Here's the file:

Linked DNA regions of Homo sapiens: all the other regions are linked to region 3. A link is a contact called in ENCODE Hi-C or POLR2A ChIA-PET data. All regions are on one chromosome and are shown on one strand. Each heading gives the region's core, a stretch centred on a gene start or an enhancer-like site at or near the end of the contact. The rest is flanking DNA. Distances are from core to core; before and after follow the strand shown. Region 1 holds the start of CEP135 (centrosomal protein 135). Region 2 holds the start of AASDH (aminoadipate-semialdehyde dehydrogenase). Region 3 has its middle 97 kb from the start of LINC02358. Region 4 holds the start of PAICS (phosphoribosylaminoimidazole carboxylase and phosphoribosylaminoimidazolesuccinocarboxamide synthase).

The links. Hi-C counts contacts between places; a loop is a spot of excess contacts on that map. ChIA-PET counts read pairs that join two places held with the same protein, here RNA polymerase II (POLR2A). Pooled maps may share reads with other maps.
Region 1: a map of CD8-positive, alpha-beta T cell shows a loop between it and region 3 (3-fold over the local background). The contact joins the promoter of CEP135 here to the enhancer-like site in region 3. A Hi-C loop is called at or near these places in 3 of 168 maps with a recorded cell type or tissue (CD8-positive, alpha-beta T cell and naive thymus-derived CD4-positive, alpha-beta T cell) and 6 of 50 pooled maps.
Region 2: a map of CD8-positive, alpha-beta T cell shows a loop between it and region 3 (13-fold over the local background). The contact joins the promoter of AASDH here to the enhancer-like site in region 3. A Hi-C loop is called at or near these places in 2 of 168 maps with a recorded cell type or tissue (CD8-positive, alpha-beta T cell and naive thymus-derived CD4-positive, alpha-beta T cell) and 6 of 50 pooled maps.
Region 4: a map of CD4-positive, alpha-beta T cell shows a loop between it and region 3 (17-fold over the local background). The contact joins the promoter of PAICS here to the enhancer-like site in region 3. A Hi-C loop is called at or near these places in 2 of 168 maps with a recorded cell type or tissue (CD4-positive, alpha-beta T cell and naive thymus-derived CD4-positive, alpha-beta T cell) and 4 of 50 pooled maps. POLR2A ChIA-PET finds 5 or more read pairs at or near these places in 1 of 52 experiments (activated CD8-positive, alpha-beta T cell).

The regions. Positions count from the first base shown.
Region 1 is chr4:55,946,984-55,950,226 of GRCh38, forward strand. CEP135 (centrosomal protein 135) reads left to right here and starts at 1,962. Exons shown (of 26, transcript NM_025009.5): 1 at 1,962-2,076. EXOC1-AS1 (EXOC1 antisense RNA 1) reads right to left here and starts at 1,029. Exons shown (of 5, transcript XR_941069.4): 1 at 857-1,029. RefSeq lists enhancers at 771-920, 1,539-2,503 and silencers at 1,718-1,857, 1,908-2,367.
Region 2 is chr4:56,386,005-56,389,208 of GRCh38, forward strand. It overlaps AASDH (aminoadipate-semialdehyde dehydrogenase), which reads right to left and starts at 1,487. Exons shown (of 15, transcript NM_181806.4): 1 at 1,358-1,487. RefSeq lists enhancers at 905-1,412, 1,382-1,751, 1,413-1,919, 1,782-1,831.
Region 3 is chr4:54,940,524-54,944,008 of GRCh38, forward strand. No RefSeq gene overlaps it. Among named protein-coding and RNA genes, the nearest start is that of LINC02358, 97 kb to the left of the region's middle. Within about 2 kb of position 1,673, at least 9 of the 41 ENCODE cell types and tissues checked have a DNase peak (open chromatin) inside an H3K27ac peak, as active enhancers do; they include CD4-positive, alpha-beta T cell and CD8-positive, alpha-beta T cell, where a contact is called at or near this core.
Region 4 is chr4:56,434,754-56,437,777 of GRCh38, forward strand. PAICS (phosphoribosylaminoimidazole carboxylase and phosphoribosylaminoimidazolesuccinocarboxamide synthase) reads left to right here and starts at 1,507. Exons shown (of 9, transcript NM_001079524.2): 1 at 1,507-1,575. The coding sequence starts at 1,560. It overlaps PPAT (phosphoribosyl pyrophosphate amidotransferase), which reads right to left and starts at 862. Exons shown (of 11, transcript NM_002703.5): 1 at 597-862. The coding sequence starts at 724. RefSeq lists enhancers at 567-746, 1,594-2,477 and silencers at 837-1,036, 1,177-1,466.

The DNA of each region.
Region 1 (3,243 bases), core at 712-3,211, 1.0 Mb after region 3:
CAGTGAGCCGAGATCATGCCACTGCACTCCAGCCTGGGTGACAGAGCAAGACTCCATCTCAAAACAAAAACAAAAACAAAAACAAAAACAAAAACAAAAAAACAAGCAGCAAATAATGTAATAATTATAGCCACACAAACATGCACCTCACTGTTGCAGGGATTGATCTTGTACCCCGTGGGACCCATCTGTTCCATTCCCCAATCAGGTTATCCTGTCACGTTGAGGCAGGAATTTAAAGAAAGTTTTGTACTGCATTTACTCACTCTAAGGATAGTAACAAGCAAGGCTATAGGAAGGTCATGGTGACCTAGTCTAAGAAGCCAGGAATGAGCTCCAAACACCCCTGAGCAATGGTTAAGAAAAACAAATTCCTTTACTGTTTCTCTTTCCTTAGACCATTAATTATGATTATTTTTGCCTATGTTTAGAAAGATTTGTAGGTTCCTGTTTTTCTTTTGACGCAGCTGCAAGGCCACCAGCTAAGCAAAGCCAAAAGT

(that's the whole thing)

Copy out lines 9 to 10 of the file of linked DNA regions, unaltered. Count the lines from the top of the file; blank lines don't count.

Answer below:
Region 3 is chr4:54,940,524-54,944,008 of GRCh38, forward strand. No RefSeq gene overlaps it. Among named protein-coding and RNA genes, the nearest start is that of LINC02358, 97 kb to the left of the region's middle. Within about 2 kb of position 1,673, at least 9 of the 41 ENCODE cell types and tissues checked have a DNase peak (open chromatin) inside an H3K27ac peak, as active enhancers do; they include CD4-positive, alpha-beta T cell and CD8-positive, alpha-beta T cell, where a contact is called at or near this core.
Region 4 is chr4:56,434,754-56,437,777 of GRCh38, forward strand. PAICS (phosphoribosylaminoimidazole carboxylase and phosphoribosylaminoimidazolesuccinocarboxamide synthase) reads left to right here and starts at 1,507. Exons shown (of 9, transcript NM_001079524.2): 1 at 1,507-1,575. The coding sequence starts at 1,560. It overlaps PPAT (phosphoribosyl pyrophosphate amidotransferase), which reads right to left and starts at 862. Exons shown (of 11, transcript NM_002703.5): 1 at 597-862. The coding sequence starts at 724. RefSeq lists enhancers at 567-746, 1,594-2,477 and silencers at 837-1,036, 1,177-1,466.